Bone Graft Source and Preparation
Harvested from cadavers within 24 hours of death with rigorous safety testing and donor screening is performed. Cortical bone is separated and processed into demineralized bone particles. The remaining viable MSCs and osteoprogenitorcells remain attached to the cancellous bone matrix. The selective immunodepletion removes unwanted cells from the remaining cell-rich cancellous bone fluorescence-activated cell sorting (FACS) testing is performed to confirm that nearly all remaining cells are positive for cluster differentiation the cortical demineralized bone particles are added back to the cell-containing cancellous bone component. A cryopreservation solution is added and the product is stored at -80C, permitting a 5-year shelf life. Quality testing is performed on every lot to validate a minimum cell count of 50,000cells/ml and a minimum cellular viability of 70%.
The bone graft material was shipped to the clinic on dry ice and prepared as per the manufacturer’s recommendation. The graft was thawed using a water bath at room temperature 37°C. After the cryopreserved cells were thawed, the liquid was decanted, and the cell containing graft was ready to be implanted, with a working window of 4 hours (Figure 4).
Procedure
A crystal incision was carried out in the premaxillary attached gingiva and to the hamular notch of the right maxillae. Following the manufacture recommendation for the use of stem cell allograft the material was prepared immediately prior to the surgical appointment. At that time attention was turned to the premaxilla where the native bone was decorticated to allow ample blood supply and the bone graft material applied with light condensation and no membrane (Figure 5). The buccal flap was undermined to allow suturing without tension and suturing was accomplished using Polytetrafluroehylene monofilament sutures (PTFE 4-0) **in a continuous sling manner. Patient was advised to discontinue the use of the maxillary denture for eight weeks. Following the healing and at approximately ten weeks following the surgical treatment an additional CBCT scan was taken and examined (Figures 6-9). The scan showed the native and the augmented bone with adequate width to support an implant. The radiographic nature of the augmented bone had a similar texture to the native bone which could indicate a mature bone formation.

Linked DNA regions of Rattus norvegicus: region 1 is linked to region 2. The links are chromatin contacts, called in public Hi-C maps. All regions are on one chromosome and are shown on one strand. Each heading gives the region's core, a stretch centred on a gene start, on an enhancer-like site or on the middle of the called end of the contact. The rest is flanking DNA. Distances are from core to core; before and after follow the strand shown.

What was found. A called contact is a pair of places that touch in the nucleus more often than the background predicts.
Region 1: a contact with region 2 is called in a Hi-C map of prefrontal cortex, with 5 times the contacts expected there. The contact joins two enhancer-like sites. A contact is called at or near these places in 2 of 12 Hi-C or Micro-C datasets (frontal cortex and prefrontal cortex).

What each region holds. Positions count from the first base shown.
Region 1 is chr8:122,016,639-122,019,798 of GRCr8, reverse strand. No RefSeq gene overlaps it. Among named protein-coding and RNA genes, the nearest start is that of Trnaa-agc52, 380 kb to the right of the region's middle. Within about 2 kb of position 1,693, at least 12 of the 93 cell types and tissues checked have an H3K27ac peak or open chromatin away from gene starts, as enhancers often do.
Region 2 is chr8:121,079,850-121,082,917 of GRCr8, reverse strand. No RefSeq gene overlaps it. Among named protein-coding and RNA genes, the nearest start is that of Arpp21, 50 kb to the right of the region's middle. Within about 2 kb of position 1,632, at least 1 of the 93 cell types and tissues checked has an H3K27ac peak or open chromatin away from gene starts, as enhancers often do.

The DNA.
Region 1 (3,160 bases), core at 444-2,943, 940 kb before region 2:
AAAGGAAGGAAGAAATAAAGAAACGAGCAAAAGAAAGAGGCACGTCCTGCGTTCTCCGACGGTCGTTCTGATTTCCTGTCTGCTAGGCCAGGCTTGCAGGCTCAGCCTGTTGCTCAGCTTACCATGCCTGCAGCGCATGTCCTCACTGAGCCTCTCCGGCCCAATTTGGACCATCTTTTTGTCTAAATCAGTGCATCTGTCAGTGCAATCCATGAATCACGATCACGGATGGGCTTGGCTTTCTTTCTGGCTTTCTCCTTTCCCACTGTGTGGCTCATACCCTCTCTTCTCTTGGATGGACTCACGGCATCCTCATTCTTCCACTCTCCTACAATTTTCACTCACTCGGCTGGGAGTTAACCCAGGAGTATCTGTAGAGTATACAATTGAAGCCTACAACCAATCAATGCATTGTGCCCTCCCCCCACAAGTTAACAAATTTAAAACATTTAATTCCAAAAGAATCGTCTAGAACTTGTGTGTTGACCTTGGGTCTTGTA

Further examination of the scan revealed downward growth of the bone into a vertical direction overlapping the crest of the native premaxillary bone (Figure 9). Although this was not attempted during the surgical procedure it created an observation of great concern to the publisher.
*Osteocel, NuVasive, San Diego, CA; distributed by ACE Surgical Supply, Brockton, MA and processed by AlloSource, Centennial, CO.
**Osteogenics Biomedical, Inc.Lubbock, TX.

Figure 1

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Figure 1
Pneumatized bilateral maxillary sinuses.

Figure 2

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Figure 2
Horizontal ridge deficiency of the premaxilla.

Figure 3

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Figure 3
Vertical ridge deficiency of the right maxillary sinus.

Figure 4

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Figure 4
The prepped bone graft material at the time of surgery.